10. Admittedly, these are the questions of an idealist not a pragmatist. And we are not starting from an ideal place. Nor will we achieve such a situation, this side of Eternity. But the question remains, to what should we be devoting our time at this juncture? What are we trying to preserve? To what end are we restructuring? Will even our best efforts result in churches that are fit for 2041 and beyond? What is God calling us Kirk ministers, leaders and congregations to do with the 20 years we have left?

Martha’s Kitchen

Our cafe, Martha’s Kitchen, has been open for a few weeks and amongst the noise of milk frothing and espresso extraction, we often find ourselves explaining about the two sisters who were friends of Jesus.

The name Martha’s Kitchen is also a constant reminder that Riverside should always focus on knowing Jesus more deeply. But this deepening knowledge is accompanied by and expressed in serving our community, often literally, through serving coffee.

Similar to some other local churches we have tried to develop a cafe that doesn’t feel like a ‘church cafe’. Part of our vision was to avoid embodying the Acorn Antiques approach to hot beverages. Hopefully customers are pleasantly surprised by the ambiance and the quality food and drinks.

Martha’s Kitchen has been a long time in the making. It’s over five years since we decided on the new strategy of developing the church building as a space with hospitality and community at the heart. At the start we used the language of a ‘community centre’ but ‘monastery’ feels more appropriate; we seek to be a place of prayer, work, hospitality, learning and worship. The next step is a regular community meal where the church and the wider community can break bread.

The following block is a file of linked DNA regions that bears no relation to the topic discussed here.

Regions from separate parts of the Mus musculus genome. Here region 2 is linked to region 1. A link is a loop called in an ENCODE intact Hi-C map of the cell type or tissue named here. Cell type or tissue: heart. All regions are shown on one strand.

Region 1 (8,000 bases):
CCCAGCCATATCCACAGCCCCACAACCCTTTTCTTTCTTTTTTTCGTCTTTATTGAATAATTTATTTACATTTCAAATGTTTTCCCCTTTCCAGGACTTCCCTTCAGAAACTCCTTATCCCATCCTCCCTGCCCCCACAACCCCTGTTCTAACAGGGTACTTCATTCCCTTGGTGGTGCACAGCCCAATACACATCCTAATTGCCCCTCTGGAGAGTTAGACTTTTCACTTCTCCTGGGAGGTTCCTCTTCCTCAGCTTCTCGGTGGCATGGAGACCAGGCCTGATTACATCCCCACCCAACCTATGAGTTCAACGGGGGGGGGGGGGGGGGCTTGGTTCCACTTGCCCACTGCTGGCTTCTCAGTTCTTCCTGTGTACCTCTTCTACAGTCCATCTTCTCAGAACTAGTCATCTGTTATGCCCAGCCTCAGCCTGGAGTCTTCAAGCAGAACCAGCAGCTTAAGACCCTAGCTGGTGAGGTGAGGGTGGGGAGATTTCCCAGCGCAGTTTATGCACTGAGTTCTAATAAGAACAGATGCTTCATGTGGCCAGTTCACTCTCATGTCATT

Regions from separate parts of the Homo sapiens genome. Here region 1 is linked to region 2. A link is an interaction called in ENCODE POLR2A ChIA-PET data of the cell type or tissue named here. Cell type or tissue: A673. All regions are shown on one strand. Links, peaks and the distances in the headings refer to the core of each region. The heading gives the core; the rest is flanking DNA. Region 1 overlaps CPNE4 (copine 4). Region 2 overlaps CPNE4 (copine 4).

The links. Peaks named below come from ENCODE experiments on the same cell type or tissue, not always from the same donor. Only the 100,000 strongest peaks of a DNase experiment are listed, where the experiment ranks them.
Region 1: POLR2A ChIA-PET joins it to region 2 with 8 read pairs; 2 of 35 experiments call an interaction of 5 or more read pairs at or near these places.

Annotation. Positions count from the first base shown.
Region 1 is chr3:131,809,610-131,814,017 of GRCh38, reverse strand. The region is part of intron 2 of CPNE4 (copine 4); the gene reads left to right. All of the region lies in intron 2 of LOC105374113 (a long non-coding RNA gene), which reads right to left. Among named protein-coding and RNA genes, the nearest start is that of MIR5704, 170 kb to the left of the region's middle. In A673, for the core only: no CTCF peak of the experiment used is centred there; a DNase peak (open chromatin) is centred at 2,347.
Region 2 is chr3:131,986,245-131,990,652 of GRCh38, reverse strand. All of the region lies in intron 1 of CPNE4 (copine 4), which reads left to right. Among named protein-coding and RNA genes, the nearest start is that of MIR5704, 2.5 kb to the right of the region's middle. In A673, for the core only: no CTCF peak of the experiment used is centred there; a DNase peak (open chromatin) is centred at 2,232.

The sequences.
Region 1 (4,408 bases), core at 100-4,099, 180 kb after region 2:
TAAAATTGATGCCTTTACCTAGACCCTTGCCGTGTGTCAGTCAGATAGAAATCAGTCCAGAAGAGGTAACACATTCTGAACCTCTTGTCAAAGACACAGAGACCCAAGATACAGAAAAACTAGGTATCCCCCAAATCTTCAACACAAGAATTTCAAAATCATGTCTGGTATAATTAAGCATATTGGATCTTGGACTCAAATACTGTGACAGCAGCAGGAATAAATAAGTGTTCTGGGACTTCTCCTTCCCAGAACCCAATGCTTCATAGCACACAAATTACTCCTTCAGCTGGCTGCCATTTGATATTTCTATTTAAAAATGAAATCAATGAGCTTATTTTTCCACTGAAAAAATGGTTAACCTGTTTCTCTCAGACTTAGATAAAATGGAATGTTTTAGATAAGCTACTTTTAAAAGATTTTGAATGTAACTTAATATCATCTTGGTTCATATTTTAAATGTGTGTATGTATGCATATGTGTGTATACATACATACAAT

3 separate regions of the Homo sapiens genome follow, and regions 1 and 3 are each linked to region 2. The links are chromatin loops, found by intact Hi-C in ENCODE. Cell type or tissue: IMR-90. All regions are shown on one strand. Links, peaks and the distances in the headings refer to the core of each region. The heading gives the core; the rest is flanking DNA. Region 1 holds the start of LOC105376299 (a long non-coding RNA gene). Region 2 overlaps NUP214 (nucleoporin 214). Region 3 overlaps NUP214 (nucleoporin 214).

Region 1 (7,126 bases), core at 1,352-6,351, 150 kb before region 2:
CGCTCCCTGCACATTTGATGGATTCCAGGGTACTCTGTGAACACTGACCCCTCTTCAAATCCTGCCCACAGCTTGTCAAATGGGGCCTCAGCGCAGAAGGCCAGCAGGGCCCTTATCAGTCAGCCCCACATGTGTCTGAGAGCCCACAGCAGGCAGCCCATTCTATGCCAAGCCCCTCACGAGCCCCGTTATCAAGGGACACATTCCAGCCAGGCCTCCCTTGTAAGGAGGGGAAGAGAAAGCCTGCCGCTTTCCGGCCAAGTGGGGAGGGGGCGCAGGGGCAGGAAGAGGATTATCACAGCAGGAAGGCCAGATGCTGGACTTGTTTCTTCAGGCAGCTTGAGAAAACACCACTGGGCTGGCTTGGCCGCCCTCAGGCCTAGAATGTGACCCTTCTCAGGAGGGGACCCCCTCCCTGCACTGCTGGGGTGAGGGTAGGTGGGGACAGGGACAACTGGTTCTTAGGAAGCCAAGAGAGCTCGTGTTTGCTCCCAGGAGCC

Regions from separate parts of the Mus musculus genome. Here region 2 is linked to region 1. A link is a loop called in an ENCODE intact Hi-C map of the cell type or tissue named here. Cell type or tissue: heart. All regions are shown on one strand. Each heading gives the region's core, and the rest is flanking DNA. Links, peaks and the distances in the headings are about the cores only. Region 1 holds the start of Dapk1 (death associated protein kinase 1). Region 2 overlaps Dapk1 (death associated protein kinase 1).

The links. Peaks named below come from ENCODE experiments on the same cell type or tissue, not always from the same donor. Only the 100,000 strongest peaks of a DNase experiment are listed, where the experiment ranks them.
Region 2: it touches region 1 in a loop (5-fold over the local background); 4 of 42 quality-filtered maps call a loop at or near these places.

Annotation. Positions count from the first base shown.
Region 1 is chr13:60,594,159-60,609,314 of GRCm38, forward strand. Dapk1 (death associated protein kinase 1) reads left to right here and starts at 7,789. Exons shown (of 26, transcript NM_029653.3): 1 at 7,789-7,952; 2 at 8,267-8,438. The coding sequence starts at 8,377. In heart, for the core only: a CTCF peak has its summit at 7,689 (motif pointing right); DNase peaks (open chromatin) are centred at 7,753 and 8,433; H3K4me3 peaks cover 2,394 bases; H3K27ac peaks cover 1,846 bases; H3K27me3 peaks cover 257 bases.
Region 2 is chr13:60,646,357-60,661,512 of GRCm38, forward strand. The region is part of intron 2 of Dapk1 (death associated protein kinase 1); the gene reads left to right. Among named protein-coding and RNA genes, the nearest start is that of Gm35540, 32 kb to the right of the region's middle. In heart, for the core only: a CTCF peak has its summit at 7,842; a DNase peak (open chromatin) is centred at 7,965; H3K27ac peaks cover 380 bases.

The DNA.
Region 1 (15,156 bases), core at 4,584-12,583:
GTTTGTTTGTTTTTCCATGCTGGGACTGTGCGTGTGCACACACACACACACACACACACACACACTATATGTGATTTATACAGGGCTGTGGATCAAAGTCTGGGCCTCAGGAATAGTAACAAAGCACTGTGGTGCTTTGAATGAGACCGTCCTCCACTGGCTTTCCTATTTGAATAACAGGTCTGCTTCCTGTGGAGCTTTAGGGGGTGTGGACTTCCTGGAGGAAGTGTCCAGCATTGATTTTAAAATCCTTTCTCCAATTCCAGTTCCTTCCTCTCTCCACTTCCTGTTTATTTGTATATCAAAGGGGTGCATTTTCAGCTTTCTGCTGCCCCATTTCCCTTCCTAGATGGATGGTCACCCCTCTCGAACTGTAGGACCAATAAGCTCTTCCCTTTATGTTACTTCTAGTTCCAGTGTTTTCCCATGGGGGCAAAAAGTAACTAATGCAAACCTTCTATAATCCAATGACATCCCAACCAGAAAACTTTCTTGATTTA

One question to which we have often returned is; isn’t the church supposed to get out of the building? And of course the answer is yes. But the corollary is ‘out to where?’

My previous church was in an area of Edinburgh with a sport centre and various other amenities. We had no church building so we met for coffee every week in the sport’s centre cafe. We met on Sundays in a local day care facility and we conducted outreach mainly through the repurposed manse and the community centre. There were struggles associated with using borrowed spaces but the benefits came through the relationships developed outside of the congregation. We were blown away when staff in the sports centre approached us with prayer requests.

However, the main point is that we met in public spaces. Generally, ‘to get out of the building’ means going to the spaces where the wider community assembles. And if there are few public spaces, the best approach for churches may be to create such space. This may not involve geographical movement. But it can be a huge psychological step. Many churches look at their building as a specialist religious space and haven from the world outside. To open the doors to the community and begin to share the space can be a serious culture change.

In sharing the space, friendships are formed, outreach is informed and active faith is experienced to the benefit of both the follower of Christ and those whom they serve. In fact, in keeping with Jesus’ encounter at the well, Martha’s kitchen also provides the opportunity for those don’t profess to be Jesus’ followers to serve with the Christian community.

Does this sharing of the church building and formation of public space mean losing gospel distinctiveness. No, although it does initiate some unexpected questions and challenges about what appropriate use of the church facilities entails.

For Riverside, although Martha’s kitchen is now at the physical and spiritual centre of church life, Mary activities remain the priority. But Mary’s sister continues to gently open the door to vital questions about the greatest purpose of our lives.